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Serendipity (2001)

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Commentaries on this disc:

Commentary 1: Director Peter Chelsom Rating:7.5/10 (2 votes) [graph]Login to vote or review
Reviewed by frankasu03 on April 7th, 2012:Find all reviews by frankasu03
Director Peter Chelsom will always be known, in Holloywood circles, as the poor Brit who helmed "Town & Country" (2001). That Star-driven monstrosity that put New Line Hundreds of Millions of dollars in the Red. Sadly, this is not a commentary on that Trainwreck. Read "Fiasco" from 2005 for more details on "T & C." For this track, Chelsom kindly talks us through his comedic inspirations, and points out the slightly unconventional moves in (his words) a rather "conventional" movie. These moves include camera direction, acting choices by his stars, and use of time-lapse photography. There are some nice comments about Cusack and Jeremy Piven's "chemistry." What stands out to me is the mention of the extensive re-shooting between the 2 leads, due to lack of "comfort." I read this as a subtle hint to Beckinsale's lack of acting chops. There is no way Lloyd Dobler has ANY trouble nailing "chemistry" with a female co-lead. Decent track, soothing Northern english Accent. 6/10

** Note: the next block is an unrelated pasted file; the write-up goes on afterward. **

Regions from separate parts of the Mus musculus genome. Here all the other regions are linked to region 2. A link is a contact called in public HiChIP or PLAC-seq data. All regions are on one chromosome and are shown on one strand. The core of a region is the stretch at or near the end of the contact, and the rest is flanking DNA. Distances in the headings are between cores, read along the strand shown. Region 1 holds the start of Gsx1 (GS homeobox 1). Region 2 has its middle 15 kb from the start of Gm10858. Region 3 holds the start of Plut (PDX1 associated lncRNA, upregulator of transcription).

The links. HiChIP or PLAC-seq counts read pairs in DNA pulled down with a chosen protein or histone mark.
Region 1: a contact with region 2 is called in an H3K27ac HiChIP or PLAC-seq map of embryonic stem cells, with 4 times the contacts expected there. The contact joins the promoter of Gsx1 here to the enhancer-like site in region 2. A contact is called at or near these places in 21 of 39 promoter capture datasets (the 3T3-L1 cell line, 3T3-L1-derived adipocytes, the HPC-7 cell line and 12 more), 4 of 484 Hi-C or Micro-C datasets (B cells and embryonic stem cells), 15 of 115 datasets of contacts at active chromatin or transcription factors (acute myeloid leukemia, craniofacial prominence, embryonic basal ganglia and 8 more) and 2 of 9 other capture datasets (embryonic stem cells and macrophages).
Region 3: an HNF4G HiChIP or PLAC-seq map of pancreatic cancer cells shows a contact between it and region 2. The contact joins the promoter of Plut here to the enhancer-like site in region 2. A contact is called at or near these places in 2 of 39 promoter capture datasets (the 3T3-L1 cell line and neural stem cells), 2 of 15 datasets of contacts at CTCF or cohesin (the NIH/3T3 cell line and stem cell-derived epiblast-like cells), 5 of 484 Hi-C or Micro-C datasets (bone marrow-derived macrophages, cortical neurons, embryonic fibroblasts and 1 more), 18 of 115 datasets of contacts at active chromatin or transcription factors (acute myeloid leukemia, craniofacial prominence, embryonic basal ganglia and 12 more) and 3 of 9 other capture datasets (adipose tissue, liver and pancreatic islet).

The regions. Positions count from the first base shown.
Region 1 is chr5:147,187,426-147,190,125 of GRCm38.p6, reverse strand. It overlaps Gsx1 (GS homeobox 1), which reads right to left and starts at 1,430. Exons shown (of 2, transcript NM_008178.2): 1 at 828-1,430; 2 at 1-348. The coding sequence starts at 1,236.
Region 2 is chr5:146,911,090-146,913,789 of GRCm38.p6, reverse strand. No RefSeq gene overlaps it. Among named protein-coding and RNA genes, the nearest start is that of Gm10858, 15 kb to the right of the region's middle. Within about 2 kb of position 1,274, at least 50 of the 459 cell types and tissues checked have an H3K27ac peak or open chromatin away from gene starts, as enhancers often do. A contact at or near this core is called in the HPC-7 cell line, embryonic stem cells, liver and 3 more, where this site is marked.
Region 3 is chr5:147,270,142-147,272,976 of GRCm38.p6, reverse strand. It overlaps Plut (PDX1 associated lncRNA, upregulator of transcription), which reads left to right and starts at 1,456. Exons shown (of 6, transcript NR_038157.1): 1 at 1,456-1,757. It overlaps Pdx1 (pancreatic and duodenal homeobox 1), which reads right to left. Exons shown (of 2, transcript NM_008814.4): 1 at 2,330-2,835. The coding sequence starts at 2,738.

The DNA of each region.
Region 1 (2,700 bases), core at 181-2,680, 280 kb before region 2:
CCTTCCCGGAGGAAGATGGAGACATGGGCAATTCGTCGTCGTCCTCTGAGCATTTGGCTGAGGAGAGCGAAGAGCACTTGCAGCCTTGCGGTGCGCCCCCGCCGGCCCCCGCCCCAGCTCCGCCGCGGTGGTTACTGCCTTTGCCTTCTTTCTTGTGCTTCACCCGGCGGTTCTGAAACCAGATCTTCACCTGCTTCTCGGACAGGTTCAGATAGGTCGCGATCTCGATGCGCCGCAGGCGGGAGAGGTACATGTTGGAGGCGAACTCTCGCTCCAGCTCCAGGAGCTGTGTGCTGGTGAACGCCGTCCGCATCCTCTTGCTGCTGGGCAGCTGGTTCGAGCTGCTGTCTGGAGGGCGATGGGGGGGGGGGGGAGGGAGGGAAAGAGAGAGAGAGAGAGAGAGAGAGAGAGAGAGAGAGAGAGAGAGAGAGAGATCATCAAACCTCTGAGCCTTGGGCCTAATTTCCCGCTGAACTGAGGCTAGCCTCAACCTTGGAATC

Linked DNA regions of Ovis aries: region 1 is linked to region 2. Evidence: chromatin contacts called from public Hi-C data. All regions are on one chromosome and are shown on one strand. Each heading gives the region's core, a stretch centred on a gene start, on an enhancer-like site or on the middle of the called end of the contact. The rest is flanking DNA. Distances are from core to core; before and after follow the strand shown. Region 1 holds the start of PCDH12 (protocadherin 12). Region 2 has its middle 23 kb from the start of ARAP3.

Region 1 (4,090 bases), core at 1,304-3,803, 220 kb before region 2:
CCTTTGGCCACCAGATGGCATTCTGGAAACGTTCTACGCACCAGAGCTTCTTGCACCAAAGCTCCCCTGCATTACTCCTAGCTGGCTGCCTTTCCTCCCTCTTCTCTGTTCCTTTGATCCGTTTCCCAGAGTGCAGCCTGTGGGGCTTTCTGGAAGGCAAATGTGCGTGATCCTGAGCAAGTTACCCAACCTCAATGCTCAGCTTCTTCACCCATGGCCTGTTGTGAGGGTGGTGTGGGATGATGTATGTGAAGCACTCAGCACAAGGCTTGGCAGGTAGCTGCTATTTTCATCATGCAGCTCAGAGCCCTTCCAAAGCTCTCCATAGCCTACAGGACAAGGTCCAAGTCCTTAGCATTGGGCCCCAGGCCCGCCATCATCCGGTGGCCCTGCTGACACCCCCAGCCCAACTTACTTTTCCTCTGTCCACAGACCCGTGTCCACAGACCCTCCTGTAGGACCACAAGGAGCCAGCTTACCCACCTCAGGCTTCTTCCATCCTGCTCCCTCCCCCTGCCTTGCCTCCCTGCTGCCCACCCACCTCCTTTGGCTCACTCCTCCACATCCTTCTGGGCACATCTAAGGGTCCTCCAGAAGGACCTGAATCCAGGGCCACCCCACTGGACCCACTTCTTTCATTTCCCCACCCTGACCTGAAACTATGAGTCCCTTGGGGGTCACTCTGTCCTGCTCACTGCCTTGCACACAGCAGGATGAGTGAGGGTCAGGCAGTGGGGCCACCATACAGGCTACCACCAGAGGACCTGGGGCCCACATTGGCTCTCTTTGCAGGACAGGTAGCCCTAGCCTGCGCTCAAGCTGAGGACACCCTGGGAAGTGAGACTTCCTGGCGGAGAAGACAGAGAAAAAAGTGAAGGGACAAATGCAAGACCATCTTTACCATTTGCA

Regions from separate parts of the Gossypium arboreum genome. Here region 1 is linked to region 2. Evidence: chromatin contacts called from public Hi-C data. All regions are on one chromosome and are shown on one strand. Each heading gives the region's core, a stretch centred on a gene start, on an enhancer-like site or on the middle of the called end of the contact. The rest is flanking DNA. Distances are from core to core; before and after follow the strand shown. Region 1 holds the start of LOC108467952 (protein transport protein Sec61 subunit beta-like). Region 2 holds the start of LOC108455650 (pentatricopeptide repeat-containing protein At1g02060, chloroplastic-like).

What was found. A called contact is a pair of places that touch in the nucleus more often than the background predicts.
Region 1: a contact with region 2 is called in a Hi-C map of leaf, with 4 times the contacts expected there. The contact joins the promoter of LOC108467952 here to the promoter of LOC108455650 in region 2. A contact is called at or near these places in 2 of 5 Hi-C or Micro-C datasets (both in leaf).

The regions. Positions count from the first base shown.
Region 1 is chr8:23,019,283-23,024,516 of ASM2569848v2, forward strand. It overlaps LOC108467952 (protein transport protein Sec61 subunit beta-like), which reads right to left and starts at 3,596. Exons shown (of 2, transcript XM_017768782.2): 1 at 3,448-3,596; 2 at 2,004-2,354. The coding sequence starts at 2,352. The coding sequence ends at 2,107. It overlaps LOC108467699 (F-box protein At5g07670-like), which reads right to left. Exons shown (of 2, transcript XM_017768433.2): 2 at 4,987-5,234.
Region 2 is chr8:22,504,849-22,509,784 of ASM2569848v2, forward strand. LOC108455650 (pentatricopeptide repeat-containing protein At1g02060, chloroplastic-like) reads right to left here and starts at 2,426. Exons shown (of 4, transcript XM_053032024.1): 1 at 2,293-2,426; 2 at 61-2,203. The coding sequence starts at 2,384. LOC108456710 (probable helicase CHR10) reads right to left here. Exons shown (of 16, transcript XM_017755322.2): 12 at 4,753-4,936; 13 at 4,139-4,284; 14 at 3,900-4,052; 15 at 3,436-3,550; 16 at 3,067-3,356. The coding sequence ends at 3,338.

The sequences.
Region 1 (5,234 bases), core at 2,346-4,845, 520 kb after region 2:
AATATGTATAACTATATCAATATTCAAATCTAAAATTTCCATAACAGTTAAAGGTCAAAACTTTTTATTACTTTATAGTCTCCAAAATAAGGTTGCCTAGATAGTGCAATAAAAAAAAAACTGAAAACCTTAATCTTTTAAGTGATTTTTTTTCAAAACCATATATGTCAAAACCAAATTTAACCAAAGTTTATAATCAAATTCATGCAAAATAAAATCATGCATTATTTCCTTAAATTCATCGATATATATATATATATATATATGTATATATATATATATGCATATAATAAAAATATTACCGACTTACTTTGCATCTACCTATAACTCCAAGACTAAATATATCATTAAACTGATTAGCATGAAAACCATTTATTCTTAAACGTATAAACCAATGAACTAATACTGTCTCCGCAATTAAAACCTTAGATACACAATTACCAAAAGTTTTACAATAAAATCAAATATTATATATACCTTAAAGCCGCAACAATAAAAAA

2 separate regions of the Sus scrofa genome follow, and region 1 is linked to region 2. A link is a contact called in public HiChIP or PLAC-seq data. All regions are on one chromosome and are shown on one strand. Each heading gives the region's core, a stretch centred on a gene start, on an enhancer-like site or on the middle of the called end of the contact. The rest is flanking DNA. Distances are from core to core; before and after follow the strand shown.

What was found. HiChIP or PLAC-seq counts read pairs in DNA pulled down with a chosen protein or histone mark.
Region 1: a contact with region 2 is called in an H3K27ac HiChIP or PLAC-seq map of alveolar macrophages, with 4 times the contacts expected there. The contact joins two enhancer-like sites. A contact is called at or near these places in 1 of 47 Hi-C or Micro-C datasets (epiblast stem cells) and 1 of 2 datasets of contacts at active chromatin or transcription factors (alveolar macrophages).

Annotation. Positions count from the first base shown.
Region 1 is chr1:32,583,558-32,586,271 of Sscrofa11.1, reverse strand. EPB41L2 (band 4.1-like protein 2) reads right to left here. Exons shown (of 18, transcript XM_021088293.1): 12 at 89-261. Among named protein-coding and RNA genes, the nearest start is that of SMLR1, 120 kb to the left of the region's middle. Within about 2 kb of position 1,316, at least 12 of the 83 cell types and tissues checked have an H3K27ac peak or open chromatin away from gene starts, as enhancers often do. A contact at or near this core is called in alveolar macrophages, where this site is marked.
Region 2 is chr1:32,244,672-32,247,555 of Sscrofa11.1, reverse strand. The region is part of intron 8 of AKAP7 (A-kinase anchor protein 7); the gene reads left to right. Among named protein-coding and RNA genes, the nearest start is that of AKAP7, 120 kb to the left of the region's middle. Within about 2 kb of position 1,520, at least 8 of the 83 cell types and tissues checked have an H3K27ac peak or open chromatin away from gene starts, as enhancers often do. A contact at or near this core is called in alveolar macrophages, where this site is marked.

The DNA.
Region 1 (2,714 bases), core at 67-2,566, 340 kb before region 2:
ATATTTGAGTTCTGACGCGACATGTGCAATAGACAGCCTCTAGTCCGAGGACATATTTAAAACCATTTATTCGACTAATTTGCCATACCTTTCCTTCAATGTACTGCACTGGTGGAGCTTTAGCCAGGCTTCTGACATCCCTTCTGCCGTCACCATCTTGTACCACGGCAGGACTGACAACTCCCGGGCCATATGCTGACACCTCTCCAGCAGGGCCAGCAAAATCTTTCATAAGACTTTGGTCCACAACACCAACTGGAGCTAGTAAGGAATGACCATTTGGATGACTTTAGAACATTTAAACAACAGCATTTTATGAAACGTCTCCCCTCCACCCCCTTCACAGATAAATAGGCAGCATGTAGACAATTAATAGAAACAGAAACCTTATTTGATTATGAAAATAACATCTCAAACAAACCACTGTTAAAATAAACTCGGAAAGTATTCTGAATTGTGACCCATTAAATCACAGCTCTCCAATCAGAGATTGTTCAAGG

Reviewed by Station51 on January 22nd, 2017:Find all reviews by Station51
Chelsom tries to give a well rounded commentary and succeeds brilliantly. He reveals some of the almost subliminal devices and tricks used as a subtext to the story. He slyly lets you in on some inside information without saying it outright but you 'get it' anyway. I really enjoyed his commentary which he treats like an expose.

Its a great movie with one flaw, the serendipity goes a bit too far at the end. I wished there had been a little mismatch in the final scenes with one of them knowing more instead of it just being fate doing its thing. Destiny is what this movie is about and thats all well and good but I'd like it to have been reigned in a bit and been more believable at certain moments or at least mundane. Magic moments are great and sometimes happen in life just not THIS much...ever. There is also earlier scenes with the female lead Sarah's habit of shutting down any opportunities because of her strict adherence to the metaphysical rules of fate which is borderline psychotic making tbe character almost unlikeable.

There's some choppy work done in the story and unanswered gaps here and there which he doesn't admit to or elaborate on. ( Where'd her friend go? At the end, where's her damn jacket? ). Also, too many devices. Jackets, gloves, scarfs, books, five dollar bills, etc. He actually doesn't critique the movie as a whole but does admit to enjoying the filming. An admirable job by the director to offer something well worth listening to for a fairly decent film.